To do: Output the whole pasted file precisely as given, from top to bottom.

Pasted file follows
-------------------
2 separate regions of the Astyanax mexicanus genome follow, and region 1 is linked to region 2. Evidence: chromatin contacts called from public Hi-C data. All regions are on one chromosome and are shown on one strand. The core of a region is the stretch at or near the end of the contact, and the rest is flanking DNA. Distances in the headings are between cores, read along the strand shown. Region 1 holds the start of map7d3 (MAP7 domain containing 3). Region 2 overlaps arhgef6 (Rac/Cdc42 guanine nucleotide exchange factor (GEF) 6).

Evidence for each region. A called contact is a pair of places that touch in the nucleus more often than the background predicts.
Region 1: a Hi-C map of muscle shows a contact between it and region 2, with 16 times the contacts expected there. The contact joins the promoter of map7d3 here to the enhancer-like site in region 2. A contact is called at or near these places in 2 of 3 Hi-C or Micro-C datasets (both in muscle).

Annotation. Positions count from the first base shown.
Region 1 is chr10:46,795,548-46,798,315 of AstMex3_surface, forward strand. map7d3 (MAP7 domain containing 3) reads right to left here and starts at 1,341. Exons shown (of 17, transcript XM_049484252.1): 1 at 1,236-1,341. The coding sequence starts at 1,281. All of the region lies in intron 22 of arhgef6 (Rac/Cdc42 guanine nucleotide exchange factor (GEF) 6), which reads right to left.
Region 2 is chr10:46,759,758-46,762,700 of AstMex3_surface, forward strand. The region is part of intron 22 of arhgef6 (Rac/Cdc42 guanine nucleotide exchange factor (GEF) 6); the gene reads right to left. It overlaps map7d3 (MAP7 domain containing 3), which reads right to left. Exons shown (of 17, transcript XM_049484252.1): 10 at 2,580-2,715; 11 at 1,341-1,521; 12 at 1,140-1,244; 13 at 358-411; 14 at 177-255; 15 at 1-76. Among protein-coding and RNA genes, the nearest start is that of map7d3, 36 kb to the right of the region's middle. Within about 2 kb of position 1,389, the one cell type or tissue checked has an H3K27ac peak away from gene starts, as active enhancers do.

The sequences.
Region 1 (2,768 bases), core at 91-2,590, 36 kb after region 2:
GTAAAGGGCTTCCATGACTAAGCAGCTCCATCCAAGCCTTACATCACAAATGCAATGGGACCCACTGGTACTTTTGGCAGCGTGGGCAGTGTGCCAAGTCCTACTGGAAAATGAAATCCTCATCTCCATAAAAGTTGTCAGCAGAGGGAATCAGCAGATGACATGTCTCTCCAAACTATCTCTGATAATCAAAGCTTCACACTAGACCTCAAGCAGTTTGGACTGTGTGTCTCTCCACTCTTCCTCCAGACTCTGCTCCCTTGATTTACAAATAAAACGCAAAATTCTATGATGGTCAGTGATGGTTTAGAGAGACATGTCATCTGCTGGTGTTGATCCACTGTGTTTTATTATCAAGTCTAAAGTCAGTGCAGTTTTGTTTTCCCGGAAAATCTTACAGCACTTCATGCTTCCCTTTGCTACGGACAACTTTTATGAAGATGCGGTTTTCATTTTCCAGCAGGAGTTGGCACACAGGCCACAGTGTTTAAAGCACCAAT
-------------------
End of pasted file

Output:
2 separate regions of the Astyanax mexicanus genome follow, and region 1 is linked to region 2. Evidence: chromatin contacts called from public Hi-C data. All regions are on one chromosome and are shown on one strand. The core of a region is the stretch at or near the end of the contact, and the rest is flanking DNA. Distances in the headings are between cores, read along the strand shown. Region 1 holds the start of map7d3 (MAP7 domain containing 3). Region 2 overlaps arhgef6 (Rac/Cdc42 guanine nucleotide exchange factor (GEF) 6).

Evidence for each region. A called contact is a pair of places that touch in the nucleus more often than the background predicts.
Region 1: a Hi-C map of muscle shows a contact between it and region 2, with 16 times the contacts expected there. The contact joins the promoter of map7d3 here to the enhancer-like site in region 2. A contact is called at or near these places in 2 of 3 Hi-C or Micro-C datasets (both in muscle).

Annotation. Positions count from the first base shown.
Region 1 is chr10:46,795,548-46,798,315 of AstMex3_surface, forward strand. map7d3 (MAP7 domain containing 3) reads right to left here and starts at 1,341. Exons shown (of 17, transcript XM_049484252.1): 1 at 1,236-1,341. The coding sequence starts at 1,281. All of the region lies in intron 22 of arhgef6 (Rac/Cdc42 guanine nucleotide exchange factor (GEF) 6), which reads right to left.
Region 2 is chr10:46,759,758-46,762,700 of AstMex3_surface, forward strand. The region is part of intron 22 of arhgef6 (Rac/Cdc42 guanine nucleotide exchange factor (GEF) 6); the gene reads right to left. It overlaps map7d3 (MAP7 domain containing 3), which reads right to left. Exons shown (of 17, transcript XM_049484252.1): 10 at 2,580-2,715; 11 at 1,341-1,521; 12 at 1,140-1,244; 13 at 358-411; 14 at 177-255; 15 at 1-76. Among protein-coding and RNA genes, the nearest start is that of map7d3, 36 kb to the right of the region's middle. Within about 2 kb of position 1,389, the one cell type or tissue checked has an H3K27ac peak away from gene starts, as active enhancers do.

The sequences.
Region 1 (2,768 bases), core at 91-2,590, 36 kb after region 2:
GTAAAGGGCTTCCATGACTAAGCAGCTCCATCCAAGCCTTACATCACAAATGCAATGGGACCCACTGGTACTTTTGGCAGCGTGGGCAGTGTGCCAAGTCCTACTGGAAAATGAAATCCTCATCTCCATAAAAGTTGTCAGCAGAGGGAATCAGCAGATGACATGTCTCTCCAAACTATCTCTGATAATCAAAGCTTCACACTAGACCTCAAGCAGTTTGGACTGTGTGTCTCTCCACTCTTCCTCCAGACTCTGCTCCCTTGATTTACAAATAAAACGCAAAATTCTATGATGGTCAGTGATGGTTTAGAGAGACATGTCATCTGCTGGTGTTGATCCACTGTGTTTTATTATCAAGTCTAAAGTCAGTGCAGTTTTGTTTTCCCGGAAAATCTTACAGCACTTCATGCTTCCCTTTGCTACGGACAACTTTTATGAAGATGCGGTTTTCATTTTCCAGCAGGAGTTGGCACACAGGCCACAGTGTTTAAAGCACCAAT